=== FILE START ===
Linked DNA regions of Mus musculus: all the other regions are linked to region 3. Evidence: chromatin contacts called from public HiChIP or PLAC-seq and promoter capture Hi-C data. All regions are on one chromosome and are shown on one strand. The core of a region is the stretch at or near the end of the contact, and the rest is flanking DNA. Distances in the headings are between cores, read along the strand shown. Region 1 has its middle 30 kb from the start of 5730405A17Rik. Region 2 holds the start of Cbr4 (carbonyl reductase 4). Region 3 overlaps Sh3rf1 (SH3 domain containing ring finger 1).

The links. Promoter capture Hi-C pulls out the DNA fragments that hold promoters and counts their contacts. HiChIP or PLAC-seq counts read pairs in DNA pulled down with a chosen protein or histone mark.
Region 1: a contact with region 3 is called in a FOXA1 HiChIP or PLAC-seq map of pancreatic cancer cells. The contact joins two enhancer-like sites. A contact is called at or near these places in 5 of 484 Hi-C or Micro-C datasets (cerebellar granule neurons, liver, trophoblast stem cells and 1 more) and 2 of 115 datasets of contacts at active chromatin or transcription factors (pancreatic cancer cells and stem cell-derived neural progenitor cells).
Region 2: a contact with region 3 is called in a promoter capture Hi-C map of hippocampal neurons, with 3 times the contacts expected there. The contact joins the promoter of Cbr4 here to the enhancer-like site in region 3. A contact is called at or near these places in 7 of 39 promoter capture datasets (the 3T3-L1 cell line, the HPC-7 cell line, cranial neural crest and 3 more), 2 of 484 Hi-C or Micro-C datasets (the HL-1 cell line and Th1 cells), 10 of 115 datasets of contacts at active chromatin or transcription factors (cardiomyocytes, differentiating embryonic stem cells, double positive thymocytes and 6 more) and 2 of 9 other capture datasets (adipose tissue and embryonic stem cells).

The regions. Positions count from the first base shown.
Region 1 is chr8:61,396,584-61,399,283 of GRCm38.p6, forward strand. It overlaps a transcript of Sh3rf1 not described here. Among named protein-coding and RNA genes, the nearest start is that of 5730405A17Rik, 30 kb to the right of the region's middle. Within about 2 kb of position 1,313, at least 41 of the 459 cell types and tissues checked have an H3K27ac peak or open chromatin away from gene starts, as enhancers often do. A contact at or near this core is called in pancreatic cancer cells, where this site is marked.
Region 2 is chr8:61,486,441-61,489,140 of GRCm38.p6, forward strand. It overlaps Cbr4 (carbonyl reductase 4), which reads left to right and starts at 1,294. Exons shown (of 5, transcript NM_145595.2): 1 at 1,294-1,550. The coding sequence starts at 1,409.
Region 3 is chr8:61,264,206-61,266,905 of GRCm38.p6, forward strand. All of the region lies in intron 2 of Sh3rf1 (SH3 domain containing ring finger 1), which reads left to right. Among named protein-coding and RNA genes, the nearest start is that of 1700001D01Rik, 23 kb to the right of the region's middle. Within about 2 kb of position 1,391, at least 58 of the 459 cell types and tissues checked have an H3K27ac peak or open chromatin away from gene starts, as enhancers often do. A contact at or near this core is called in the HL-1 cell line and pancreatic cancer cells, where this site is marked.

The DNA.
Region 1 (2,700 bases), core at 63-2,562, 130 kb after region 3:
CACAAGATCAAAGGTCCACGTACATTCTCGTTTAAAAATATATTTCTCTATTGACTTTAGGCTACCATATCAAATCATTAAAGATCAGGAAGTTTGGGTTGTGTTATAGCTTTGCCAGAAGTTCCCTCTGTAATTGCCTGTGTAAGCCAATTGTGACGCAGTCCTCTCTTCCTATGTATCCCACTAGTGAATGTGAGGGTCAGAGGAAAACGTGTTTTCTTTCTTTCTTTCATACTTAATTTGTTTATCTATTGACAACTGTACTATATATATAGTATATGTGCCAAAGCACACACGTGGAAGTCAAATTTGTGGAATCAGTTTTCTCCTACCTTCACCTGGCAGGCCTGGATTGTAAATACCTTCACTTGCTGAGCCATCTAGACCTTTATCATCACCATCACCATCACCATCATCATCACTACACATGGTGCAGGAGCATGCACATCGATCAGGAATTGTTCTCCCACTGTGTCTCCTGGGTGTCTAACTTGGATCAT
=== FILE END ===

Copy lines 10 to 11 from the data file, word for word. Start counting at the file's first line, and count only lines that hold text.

Region 1 (2,700 bases), core at 63-2,562, 130 kb after region 3:
CACAAGATCAAAGGTCCACGTACATTCTCGTTTAAAAATATATTTCTCTATTGACTTTAGGCTACCATATCAAATCATTAAAGATCAGGAAGTTTGGGTTGTGTTATAGCTTTGCCAGAAGTTCCCTCTGTAATTGCCTGTGTAAGCCAATTGTGACGCAGTCCTCTCTTCCTATGTATCCCACTAGTGAATGTGAGGGTCAGAGGAAAACGTGTTTTCTTTCTTTCTTTCATACTTAATTTGTTTATCTATTGACAACTGTACTATATATATAGTATATGTGCCAAAGCACACACGTGGAAGTCAAATTTGTGGAATCAGTTTTCTCCTACCTTCACCTGGCAGGCCTGGATTGTAAATACCTTCACTTGCTGAGCCATCTAGACCTTTATCATCACCATCACCATCACCATCATCATCACTACACATGGTGCAGGAGCATGCACATCGATCAGGAATTGTTCTCCCACTGTGTCTCCTGGGTGTCTAACTTGGATCAT